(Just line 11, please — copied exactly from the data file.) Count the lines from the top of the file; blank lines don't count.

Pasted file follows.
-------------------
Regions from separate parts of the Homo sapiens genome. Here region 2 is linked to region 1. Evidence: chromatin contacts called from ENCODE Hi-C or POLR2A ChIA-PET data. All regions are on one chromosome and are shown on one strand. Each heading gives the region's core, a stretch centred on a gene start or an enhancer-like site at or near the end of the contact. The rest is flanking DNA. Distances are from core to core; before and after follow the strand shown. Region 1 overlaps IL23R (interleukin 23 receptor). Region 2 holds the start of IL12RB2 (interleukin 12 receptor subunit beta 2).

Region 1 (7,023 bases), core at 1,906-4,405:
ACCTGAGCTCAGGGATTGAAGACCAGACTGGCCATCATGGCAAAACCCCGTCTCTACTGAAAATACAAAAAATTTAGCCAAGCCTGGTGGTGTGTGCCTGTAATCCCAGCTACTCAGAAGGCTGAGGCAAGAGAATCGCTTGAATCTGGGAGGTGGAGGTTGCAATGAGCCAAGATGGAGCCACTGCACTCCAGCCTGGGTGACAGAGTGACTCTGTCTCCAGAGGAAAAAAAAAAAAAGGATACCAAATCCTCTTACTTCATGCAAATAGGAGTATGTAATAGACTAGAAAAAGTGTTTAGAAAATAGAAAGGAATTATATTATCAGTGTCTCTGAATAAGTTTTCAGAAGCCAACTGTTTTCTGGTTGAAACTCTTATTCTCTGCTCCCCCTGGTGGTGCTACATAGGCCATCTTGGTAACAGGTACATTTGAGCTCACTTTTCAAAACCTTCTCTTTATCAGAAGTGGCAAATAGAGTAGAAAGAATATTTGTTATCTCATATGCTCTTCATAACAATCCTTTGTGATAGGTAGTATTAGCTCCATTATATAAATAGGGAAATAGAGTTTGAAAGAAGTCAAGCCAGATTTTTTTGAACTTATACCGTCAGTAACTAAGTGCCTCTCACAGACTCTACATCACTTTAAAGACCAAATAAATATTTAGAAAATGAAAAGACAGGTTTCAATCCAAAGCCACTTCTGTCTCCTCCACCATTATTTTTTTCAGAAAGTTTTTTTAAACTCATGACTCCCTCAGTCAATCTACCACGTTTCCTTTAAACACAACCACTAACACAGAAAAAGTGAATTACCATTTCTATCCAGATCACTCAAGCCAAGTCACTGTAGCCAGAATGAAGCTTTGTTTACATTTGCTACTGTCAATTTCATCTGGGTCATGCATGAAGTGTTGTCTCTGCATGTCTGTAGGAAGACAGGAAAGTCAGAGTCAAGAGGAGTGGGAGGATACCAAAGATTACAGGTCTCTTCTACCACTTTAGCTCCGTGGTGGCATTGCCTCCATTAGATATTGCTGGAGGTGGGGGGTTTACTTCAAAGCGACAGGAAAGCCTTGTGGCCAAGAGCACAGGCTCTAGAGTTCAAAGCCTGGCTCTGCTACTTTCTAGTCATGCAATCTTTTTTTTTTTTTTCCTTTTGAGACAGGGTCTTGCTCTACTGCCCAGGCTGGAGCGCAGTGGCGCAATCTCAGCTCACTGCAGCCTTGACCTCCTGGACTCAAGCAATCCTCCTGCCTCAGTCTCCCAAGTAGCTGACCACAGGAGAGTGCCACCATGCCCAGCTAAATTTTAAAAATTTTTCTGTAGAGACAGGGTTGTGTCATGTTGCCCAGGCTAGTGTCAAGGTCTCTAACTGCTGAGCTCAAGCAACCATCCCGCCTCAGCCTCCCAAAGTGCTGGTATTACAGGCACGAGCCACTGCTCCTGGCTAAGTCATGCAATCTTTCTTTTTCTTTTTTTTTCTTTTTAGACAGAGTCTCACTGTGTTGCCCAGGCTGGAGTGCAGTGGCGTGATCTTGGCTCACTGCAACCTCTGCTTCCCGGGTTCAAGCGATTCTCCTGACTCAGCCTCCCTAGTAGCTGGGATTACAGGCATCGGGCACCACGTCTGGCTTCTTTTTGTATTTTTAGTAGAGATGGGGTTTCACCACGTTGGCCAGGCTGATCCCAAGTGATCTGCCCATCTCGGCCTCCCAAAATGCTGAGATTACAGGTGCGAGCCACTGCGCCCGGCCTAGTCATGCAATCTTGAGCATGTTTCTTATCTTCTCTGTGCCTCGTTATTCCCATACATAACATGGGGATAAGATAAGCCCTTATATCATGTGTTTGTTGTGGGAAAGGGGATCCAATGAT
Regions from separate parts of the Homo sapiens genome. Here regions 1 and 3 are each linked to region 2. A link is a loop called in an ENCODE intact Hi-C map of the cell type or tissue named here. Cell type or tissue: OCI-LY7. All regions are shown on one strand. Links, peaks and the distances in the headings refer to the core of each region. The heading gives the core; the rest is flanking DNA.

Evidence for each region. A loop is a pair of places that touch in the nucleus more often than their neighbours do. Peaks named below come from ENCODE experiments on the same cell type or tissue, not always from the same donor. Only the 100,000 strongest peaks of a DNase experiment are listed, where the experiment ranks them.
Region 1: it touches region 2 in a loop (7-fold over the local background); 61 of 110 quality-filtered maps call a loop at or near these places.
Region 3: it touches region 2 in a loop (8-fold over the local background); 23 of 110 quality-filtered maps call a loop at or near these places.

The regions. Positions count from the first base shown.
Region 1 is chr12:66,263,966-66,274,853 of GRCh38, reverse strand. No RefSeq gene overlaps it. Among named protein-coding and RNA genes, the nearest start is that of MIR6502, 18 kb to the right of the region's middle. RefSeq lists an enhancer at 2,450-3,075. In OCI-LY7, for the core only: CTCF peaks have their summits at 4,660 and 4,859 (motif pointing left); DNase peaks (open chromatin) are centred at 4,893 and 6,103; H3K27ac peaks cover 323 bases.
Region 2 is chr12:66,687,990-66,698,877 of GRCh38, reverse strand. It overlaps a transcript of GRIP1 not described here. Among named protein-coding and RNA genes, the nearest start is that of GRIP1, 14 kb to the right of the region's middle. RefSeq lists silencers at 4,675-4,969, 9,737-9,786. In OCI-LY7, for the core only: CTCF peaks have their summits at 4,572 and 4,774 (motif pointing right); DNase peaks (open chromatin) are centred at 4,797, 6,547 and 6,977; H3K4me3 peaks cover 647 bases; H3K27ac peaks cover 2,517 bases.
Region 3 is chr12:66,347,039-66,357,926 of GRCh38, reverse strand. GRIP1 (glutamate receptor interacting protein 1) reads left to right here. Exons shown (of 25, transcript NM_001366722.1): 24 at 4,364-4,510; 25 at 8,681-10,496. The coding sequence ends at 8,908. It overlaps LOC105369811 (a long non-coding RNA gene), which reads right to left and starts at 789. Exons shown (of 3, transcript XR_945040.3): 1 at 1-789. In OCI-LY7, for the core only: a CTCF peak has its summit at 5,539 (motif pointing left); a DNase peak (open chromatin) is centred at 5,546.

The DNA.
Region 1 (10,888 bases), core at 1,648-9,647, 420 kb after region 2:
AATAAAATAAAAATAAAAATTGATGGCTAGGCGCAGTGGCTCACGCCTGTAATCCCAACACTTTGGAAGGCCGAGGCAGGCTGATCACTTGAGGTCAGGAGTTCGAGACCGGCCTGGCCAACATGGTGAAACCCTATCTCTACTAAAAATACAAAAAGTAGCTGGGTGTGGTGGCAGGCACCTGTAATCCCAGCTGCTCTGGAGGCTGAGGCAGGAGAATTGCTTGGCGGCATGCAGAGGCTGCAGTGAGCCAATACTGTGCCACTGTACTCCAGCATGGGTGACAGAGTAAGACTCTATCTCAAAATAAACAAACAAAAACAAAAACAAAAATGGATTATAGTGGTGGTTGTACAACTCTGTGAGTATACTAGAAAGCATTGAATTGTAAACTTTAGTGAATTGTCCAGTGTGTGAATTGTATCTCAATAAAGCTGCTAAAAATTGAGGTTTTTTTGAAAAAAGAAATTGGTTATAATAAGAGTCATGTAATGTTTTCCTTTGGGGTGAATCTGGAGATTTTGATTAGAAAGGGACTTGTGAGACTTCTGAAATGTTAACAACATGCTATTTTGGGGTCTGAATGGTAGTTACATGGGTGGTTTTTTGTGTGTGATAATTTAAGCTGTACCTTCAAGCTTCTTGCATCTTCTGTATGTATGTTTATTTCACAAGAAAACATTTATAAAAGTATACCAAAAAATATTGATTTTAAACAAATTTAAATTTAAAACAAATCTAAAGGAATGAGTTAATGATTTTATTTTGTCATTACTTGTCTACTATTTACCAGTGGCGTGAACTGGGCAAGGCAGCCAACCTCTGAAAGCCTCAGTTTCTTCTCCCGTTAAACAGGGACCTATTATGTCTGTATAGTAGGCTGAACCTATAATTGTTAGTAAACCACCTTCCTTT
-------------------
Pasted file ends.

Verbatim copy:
Region 3 is chr12:66,347,039-66,357,926 of GRCh38, reverse strand. GRIP1 (glutamate receptor interacting protein 1) reads left to right here. Exons shown (of 25, transcript NM_001366722.1): 24 at 4,364-4,510; 25 at 8,681-10,496. The coding sequence ends at 8,908. It overlaps LOC105369811 (a long non-coding RNA gene), which reads right to left and starts at 789. Exons shown (of 3, transcript XR_945040.3): 1 at 1-789. In OCI-LY7, for the core only: a CTCF peak has its summit at 5,539 (motif pointing left); a DNase peak (open chromatin) is centred at 5,546.